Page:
Mic Preamps take the relatively weak mic signal and boost it to a usable level.
Since a mic level signal is such low power, it requires a significant boost before the signal can be effectively recorded.
But don't worry about having to buy another piece of gear as these will be included as part of your audio interface.
Certain audio interfaces will have combination XLR/TRS jacks that can accept either connector type.
As a result they can be used for either mic inputs or instrument inputs.
The gain can be adjusted the same way regardless of whether you use a mic or instrument level signal as the input.
This allows you to standardize the inputs across the board for all the various instruments and equipment you have coming into the AI.
To get an idea of what the standard XLR and combo jack look like, visit the XLR Cable Page.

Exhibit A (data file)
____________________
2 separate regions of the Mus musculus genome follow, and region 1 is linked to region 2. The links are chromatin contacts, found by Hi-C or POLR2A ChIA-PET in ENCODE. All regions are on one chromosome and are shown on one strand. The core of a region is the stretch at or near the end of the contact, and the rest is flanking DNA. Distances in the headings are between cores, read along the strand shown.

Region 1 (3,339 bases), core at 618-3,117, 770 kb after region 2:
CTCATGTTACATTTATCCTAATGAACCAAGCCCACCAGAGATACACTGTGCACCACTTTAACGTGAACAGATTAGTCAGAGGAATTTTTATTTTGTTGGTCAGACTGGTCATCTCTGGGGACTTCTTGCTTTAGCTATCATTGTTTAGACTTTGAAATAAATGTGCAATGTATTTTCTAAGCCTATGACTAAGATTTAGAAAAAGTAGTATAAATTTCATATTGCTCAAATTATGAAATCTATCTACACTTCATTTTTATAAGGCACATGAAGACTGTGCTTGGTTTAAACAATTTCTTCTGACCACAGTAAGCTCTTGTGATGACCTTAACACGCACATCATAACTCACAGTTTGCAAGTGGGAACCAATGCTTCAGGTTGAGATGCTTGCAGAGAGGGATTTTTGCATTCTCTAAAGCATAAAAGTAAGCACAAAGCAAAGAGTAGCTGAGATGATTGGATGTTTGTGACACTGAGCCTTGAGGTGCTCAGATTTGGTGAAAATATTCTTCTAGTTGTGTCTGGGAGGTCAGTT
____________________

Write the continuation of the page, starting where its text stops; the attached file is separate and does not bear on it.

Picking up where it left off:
Remember that when using a direct box to record straight into your interface that the output is always a balanced XLR connection.
It's possible to buy a stand alone mic pre that you'd need to integrate separately into your home studio setup, but I wouldn't recommend it.
The price tag on these units can skyrocket, and the added quality will be lost unless you have equally high quality mics, cables, as well as a treated acoustic space.
The decision to buy individual mic pres takes you into a whole other (mega expensive) world of recording usually left to professional studios with professional budgets.
For the rest of us you will have no problem with the mic preamps that come standard on many affordable audio interfaces or mixing consoles.
If you do go down this road just keep in mind you'll need an audio interface anyway for it's A/D conversion capability so you'll be adding to the overall cost, not just exchanging one piece of gear for another.